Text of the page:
BBC as ‘Orwellian Threat’ – James Murdoch

August 30, 2009


James Murdoch concluded his presentation at the Edinburgh TV festival with the words: ‘The only reliable, durable, and perpetual guarantee of independence is profit.’ He presents BBC as an Orwellian threat to independent journalism

This weekend [Aug 28th 2009], hearing of the speech I did the decent journalistic thing and looked it up in the News Corp press release. All my attempts to cut and paste elements from the text were defeated. It may be as a result of my technological incompetence. Or it may be part of News Corps enthusiasm for pay to view, even for the content of press releases.

So I keyed-in the punch-line all by myself, and turned to the BBC, one of the prime targets in the speech for more information.

What follows has been cut and pasted from the report by the BBC

News Corporation’s James Murdoch has said that a “dominant” BBC threatens independent journalism in the UK.
The chairman of the media giant in Europe, which owns the Times and Sun, also blamed the UK government for regulating the media “with relish”

Organisations like the BBC, funded by the licence fee, as well as Channel 4 and Ofcom, made it harder for other broadcasters to survive, he argued.

“The BBC is dominant … “Other organisations might rise and fall but the BBC’s income is guaranteed and growing.”

Sir Michael Lyons, chairman of the BBC Trust, told the BBC’s World Tonight that Mr Murdoch had underplayed the importance of Sky as a competitor.
“Sky continues to grow and get stronger and stronger all the time so this is not quite a set of minnows and a great big BBC ..[noting that declining advertising revenues in the recession, rather than the corporation, were to blame for the problems facing the commercial media] That is nothing to do with the BBC, that is just to with what’s happening”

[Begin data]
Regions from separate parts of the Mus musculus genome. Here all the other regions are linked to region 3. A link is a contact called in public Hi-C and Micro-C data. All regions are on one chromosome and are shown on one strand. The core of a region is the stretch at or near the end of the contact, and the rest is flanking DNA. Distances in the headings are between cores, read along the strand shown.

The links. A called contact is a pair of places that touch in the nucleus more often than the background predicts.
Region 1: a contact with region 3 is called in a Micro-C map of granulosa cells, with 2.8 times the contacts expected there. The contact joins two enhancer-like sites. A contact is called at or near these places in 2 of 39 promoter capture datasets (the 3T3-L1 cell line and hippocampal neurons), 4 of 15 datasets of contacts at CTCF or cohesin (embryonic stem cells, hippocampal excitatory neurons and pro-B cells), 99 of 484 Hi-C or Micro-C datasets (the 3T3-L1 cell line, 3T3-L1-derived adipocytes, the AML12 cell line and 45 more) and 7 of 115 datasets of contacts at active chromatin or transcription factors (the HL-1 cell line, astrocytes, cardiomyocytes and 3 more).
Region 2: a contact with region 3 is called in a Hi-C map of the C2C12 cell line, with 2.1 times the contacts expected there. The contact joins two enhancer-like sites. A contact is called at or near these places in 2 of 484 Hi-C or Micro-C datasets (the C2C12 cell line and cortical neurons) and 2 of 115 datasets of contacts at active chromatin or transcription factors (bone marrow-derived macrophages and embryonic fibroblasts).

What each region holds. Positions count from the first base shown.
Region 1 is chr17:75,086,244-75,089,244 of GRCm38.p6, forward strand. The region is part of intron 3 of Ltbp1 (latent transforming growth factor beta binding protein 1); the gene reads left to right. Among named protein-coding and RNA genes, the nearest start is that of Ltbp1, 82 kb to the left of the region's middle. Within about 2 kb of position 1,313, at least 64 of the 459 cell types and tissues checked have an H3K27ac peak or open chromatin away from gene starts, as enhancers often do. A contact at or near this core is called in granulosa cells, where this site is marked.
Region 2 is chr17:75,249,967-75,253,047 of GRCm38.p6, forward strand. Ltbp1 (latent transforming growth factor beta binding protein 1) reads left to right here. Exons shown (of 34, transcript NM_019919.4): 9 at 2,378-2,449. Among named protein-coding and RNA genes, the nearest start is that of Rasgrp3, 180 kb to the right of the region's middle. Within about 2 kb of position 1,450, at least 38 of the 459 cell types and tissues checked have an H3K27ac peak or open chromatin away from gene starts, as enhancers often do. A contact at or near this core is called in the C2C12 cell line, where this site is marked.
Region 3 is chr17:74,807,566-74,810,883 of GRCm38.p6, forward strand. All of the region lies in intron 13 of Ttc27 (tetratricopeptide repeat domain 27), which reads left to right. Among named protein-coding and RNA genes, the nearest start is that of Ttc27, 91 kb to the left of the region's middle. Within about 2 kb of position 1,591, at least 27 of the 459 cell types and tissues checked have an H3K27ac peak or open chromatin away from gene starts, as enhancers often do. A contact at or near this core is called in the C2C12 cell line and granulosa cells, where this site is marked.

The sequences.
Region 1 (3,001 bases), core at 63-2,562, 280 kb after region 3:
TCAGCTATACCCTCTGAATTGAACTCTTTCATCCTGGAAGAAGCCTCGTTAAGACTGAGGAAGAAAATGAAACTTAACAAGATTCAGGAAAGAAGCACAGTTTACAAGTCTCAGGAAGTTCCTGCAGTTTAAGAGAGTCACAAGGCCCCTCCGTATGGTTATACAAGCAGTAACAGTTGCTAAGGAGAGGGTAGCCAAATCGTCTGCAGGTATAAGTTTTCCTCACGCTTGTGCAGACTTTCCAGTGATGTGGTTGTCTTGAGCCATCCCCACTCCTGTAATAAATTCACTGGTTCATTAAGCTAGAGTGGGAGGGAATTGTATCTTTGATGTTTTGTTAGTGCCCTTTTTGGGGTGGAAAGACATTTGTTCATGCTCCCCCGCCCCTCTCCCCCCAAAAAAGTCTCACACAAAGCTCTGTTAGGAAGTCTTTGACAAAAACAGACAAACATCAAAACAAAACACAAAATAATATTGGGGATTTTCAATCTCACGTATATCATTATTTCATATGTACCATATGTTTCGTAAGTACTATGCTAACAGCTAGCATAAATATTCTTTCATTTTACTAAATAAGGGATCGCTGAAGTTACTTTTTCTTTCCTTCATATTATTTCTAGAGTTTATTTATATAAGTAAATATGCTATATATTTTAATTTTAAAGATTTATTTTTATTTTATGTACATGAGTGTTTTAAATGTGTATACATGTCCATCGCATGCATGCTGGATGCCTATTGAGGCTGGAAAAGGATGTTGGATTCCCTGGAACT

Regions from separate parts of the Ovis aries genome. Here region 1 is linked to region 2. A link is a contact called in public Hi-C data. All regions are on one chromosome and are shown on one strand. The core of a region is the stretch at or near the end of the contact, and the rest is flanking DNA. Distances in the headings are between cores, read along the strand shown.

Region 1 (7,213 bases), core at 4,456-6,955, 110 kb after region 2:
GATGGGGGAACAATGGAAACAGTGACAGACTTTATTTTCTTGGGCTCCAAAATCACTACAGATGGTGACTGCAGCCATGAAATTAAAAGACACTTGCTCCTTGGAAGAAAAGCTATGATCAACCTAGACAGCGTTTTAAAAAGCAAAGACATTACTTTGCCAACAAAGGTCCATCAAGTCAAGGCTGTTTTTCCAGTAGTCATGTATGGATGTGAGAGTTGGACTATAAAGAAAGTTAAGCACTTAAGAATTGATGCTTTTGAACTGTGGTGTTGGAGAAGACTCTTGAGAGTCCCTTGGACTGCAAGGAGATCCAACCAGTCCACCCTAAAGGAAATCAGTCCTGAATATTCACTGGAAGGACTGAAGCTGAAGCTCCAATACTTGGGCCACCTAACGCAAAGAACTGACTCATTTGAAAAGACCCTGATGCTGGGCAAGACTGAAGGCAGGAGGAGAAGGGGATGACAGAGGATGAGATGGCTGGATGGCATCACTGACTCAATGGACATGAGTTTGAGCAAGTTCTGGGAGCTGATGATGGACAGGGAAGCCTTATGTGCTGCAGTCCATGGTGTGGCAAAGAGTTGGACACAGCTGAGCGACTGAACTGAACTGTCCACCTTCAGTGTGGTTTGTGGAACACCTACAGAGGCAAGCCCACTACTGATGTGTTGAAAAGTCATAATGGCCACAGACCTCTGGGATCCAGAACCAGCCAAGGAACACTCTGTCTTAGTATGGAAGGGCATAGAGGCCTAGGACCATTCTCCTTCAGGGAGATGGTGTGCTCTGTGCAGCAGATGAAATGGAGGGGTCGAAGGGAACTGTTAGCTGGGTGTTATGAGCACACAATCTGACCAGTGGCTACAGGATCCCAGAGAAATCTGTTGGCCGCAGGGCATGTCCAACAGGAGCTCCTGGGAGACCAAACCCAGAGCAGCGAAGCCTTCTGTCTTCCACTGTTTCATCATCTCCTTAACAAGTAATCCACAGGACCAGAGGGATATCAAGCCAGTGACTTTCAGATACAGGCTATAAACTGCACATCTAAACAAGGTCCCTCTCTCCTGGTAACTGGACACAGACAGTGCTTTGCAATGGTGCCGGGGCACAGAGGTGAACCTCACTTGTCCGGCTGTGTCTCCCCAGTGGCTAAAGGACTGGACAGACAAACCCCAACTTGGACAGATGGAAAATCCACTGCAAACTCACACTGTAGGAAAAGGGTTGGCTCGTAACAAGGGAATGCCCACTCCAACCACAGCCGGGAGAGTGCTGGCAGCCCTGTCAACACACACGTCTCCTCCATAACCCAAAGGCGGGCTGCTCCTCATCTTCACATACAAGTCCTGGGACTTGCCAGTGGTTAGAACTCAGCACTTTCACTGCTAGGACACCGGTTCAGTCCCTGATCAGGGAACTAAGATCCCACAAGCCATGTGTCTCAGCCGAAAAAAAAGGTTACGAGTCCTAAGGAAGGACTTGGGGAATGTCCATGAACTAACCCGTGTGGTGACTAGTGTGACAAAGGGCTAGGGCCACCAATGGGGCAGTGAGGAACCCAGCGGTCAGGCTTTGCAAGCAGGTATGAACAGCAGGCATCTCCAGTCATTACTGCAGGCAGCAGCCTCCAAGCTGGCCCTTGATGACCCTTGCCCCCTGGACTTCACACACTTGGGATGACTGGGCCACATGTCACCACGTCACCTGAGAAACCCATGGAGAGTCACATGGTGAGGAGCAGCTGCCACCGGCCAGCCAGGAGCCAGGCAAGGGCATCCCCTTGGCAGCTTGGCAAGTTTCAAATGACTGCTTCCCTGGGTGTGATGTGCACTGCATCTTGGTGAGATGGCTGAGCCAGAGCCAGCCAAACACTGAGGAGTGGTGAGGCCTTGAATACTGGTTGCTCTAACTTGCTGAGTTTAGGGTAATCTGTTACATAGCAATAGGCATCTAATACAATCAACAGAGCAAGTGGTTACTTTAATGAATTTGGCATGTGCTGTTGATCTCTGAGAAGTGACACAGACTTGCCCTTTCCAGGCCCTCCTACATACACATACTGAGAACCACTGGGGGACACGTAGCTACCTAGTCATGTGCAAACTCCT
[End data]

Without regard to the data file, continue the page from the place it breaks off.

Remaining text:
News Corporation owns the Times, the Sunday Times and Sun newspapers and pay TV provider BSkyB in the UK and the New York Post and Wall Street Journal in the US. Rupert Murdoch addressed the same festival 20 years ago, and was also critical of the UK’s media policy.

A bit more history

This week, with the death of Teddy Kennedy, I was reminded of the dynastic ambitions of Joe Kennedy for his sons .

There are some parallels between Joe and Rupert in that respect. Both were self-made tycoons. Both were considered single-minded and determined to overcome all obstacles between them and their goals, whatever it took.

LWD has been following the developing story of News Corp and the Murdoch dynasty for leadership lessons which they might offer.

Earlier this month [August 8th 2009] we reported the news that News Corp is intent on creating a new business model which will attempt to charge for on-line content. This is not a new idea, but will require the mix of entrepreneurialism and risk required for radical change.

Earlier posts suggested that son James shared the highly competitive characteristics of his father, although he was not necessarily the first choice as dynastic heir.

He has shown his combativeness in dealings with Richard Branson, another highly successful entrepreneur, but one who tends to blend his own competitiveness with a more cuddly public image than do the Murdoch clan.